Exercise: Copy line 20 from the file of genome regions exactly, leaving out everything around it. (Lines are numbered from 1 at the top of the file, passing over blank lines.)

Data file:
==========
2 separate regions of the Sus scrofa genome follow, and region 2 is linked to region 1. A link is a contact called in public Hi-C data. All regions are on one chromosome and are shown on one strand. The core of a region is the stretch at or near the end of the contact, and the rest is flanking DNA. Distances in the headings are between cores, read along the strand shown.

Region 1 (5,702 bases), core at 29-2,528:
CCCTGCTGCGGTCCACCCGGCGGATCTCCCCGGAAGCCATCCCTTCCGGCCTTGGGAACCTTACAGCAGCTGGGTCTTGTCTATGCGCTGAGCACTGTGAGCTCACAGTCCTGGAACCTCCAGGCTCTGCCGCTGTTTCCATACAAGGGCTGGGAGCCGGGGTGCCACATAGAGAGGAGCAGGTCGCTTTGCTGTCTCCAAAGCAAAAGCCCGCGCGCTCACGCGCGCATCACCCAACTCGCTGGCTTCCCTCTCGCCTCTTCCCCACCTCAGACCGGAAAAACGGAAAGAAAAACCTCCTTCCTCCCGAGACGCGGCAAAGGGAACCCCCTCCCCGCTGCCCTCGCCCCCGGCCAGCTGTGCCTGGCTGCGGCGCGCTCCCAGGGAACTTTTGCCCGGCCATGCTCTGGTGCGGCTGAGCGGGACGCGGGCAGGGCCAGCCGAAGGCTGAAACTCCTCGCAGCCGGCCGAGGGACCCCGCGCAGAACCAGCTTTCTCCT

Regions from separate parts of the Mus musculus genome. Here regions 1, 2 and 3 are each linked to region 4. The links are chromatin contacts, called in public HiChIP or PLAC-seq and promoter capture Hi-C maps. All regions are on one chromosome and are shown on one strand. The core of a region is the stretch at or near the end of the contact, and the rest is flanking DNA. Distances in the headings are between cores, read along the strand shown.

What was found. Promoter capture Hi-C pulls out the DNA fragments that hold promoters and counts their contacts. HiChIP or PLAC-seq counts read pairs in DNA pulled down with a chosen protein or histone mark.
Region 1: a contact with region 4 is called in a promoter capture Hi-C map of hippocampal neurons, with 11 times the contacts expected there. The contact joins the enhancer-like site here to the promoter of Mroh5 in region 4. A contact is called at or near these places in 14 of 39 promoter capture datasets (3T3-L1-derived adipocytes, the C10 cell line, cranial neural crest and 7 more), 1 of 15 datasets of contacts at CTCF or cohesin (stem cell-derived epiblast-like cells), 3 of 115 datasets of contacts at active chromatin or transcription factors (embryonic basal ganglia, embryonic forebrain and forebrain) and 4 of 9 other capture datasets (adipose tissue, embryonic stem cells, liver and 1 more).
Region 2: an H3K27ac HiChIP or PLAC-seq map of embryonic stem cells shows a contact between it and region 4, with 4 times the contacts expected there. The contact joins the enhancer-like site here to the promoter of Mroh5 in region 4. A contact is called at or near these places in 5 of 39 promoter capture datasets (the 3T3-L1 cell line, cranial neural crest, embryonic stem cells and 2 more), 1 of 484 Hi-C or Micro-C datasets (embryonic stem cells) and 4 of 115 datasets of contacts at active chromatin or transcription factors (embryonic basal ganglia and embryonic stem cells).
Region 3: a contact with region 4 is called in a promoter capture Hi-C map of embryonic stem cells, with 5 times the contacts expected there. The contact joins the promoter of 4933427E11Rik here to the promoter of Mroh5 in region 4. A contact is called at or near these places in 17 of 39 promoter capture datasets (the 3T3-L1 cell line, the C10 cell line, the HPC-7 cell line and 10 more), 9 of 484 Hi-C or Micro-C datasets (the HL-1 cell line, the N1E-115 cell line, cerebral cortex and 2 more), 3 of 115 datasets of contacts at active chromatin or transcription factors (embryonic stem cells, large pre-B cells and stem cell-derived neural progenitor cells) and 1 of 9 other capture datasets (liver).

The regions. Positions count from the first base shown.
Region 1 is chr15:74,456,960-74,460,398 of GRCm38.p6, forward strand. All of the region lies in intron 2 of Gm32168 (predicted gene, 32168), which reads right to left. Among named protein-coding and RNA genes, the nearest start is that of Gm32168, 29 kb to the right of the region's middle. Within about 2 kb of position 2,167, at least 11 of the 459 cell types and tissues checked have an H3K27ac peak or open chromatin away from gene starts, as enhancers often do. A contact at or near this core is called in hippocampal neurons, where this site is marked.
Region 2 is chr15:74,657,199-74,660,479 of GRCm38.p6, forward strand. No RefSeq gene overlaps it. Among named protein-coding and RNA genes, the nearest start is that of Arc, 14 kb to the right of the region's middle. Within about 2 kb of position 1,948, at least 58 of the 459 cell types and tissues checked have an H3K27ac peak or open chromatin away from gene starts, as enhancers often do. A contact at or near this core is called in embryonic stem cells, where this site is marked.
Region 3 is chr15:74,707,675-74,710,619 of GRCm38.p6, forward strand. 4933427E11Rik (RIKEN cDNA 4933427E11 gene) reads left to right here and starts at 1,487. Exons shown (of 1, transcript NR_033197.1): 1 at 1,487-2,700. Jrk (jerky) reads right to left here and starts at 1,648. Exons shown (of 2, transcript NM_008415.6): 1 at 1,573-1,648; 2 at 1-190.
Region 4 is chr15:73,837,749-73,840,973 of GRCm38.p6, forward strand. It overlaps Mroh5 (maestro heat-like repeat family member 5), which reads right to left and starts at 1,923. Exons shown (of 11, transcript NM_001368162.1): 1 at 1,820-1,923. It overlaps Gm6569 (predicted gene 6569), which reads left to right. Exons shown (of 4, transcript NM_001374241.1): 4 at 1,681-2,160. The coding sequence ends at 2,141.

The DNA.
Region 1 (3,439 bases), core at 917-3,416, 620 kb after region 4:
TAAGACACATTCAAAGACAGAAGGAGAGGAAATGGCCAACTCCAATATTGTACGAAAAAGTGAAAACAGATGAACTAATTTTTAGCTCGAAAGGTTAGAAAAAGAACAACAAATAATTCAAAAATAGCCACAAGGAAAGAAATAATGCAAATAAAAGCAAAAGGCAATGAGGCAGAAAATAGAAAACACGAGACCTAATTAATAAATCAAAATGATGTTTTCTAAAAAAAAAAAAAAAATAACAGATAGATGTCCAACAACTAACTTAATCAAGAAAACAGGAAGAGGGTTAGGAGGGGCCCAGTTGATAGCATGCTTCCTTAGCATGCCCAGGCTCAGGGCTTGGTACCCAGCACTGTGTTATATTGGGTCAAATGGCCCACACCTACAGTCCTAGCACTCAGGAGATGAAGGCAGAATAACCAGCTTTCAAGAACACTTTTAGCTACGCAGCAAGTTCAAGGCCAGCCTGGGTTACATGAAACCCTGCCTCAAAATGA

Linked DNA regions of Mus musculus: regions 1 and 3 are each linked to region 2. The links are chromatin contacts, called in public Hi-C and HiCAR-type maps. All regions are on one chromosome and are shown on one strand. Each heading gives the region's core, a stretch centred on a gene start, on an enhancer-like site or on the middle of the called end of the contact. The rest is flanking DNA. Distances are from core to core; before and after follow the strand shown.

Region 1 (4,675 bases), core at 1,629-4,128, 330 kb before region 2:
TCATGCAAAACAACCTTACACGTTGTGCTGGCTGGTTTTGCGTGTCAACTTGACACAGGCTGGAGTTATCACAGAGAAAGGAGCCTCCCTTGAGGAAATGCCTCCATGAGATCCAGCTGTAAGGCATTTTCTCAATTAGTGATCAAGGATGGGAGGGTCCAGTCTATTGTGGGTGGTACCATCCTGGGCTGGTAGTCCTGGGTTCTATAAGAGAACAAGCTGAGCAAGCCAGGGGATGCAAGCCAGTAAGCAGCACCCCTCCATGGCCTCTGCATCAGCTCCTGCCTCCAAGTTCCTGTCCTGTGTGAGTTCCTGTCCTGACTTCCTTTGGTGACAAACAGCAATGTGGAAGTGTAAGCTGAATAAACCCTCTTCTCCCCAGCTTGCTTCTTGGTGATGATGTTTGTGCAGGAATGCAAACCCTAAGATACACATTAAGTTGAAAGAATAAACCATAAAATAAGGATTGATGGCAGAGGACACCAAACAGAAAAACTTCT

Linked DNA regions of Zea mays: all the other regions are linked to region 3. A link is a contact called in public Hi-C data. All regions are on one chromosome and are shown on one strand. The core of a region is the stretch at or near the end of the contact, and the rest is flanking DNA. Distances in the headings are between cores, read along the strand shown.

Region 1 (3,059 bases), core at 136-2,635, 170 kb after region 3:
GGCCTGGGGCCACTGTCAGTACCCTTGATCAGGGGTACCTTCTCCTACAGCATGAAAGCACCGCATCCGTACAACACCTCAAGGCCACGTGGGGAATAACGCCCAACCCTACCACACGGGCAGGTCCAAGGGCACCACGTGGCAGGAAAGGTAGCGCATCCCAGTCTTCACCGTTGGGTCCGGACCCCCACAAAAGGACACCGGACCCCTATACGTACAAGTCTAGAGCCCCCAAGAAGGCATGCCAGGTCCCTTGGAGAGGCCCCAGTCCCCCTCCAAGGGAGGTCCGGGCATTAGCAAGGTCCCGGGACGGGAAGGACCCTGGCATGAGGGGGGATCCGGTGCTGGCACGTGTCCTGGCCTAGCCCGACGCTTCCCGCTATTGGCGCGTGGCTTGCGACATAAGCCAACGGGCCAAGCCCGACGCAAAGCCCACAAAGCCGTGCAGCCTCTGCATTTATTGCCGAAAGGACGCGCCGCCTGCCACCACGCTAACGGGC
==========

Linked DNA regions of Zea mays: all the other regions are linked to region 3. A link is a contact called in public Hi-C data. All regions are on one chromosome and are shown on one strand. The core of a region is the stretch at or near the end of the contact, and the rest is flanking DNA. Distances in the headings are between cores, read along the strand shown.